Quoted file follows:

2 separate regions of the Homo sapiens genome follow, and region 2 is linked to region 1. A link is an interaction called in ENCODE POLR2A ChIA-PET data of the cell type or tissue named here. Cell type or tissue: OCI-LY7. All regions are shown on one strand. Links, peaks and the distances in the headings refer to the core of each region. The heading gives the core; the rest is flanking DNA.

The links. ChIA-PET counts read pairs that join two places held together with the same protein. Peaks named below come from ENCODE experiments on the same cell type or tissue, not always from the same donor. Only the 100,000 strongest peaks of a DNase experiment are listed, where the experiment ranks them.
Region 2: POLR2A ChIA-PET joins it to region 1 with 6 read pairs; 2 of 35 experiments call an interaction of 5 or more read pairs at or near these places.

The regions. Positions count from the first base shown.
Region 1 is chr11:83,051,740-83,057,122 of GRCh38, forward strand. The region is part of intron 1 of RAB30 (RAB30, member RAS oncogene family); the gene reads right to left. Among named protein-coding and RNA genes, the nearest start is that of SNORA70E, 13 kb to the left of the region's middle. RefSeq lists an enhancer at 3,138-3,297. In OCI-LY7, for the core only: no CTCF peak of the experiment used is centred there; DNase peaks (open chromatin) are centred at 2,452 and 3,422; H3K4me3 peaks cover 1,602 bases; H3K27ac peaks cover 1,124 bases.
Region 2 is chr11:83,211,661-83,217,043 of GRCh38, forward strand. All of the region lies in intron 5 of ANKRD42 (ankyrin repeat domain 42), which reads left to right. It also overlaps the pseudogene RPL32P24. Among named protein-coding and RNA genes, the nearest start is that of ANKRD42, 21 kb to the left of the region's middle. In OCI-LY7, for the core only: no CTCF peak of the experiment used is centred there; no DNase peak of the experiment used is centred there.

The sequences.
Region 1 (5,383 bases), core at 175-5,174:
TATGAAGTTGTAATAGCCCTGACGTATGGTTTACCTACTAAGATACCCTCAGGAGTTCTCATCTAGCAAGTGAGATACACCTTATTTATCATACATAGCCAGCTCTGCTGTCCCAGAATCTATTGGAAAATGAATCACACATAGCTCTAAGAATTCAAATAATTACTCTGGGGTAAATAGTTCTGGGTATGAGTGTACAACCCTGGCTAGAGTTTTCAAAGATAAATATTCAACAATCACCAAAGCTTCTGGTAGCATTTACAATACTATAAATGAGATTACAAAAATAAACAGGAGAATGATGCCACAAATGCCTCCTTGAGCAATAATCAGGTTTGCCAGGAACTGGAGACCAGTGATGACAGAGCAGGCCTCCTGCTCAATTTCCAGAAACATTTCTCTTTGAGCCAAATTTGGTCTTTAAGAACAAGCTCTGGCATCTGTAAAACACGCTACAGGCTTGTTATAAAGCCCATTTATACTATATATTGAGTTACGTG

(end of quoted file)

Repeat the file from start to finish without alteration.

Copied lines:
2 separate regions of the Homo sapiens genome follow, and region 2 is linked to region 1. A link is an interaction called in ENCODE POLR2A ChIA-PET data of the cell type or tissue named here. Cell type or tissue: OCI-LY7. All regions are shown on one strand. Links, peaks and the distances in the headings refer to the core of each region. The heading gives the core; the rest is flanking DNA.

The links. ChIA-PET counts read pairs that join two places held together with the same protein. Peaks named below come from ENCODE experiments on the same cell type or tissue, not always from the same donor. Only the 100,000 strongest peaks of a DNase experiment are listed, where the experiment ranks them.
Region 2: POLR2A ChIA-PET joins it to region 1 with 6 read pairs; 2 of 35 experiments call an interaction of 5 or more read pairs at or near these places.

The regions. Positions count from the first base shown.
Region 1 is chr11:83,051,740-83,057,122 of GRCh38, forward strand. The region is part of intron 1 of RAB30 (RAB30, member RAS oncogene family); the gene reads right to left. Among named protein-coding and RNA genes, the nearest start is that of SNORA70E, 13 kb to the left of the region's middle. RefSeq lists an enhancer at 3,138-3,297. In OCI-LY7, for the core only: no CTCF peak of the experiment used is centred there; DNase peaks (open chromatin) are centred at 2,452 and 3,422; H3K4me3 peaks cover 1,602 bases; H3K27ac peaks cover 1,124 bases.
Region 2 is chr11:83,211,661-83,217,043 of GRCh38, forward strand. All of the region lies in intron 5 of ANKRD42 (ankyrin repeat domain 42), which reads left to right. It also overlaps the pseudogene RPL32P24. Among named protein-coding and RNA genes, the nearest start is that of ANKRD42, 21 kb to the left of the region's middle. In OCI-LY7, for the core only: no CTCF peak of the experiment used is centred there; no DNase peak of the experiment used is centred there.

The sequences.
Region 1 (5,383 bases), core at 175-5,174:
TATGAAGTTGTAATAGCCCTGACGTATGGTTTACCTACTAAGATACCCTCAGGAGTTCTCATCTAGCAAGTGAGATACACCTTATTTATCATACATAGCCAGCTCTGCTGTCCCAGAATCTATTGGAAAATGAATCACACATAGCTCTAAGAATTCAAATAATTACTCTGGGGTAAATAGTTCTGGGTATGAGTGTACAACCCTGGCTAGAGTTTTCAAAGATAAATATTCAACAATCACCAAAGCTTCTGGTAGCATTTACAATACTATAAATGAGATTACAAAAATAAACAGGAGAATGATGCCACAAATGCCTCCTTGAGCAATAATCAGGTTTGCCAGGAACTGGAGACCAGTGATGACAGAGCAGGCCTCCTGCTCAATTTCCAGAAACATTTCTCTTTGAGCCAAATTTGGTCTTTAAGAACAAGCTCTGGCATCTGTAAAACACGCTACAGGCTTGTTATAAAGCCCATTTATACTATATATTGAGTTACGTG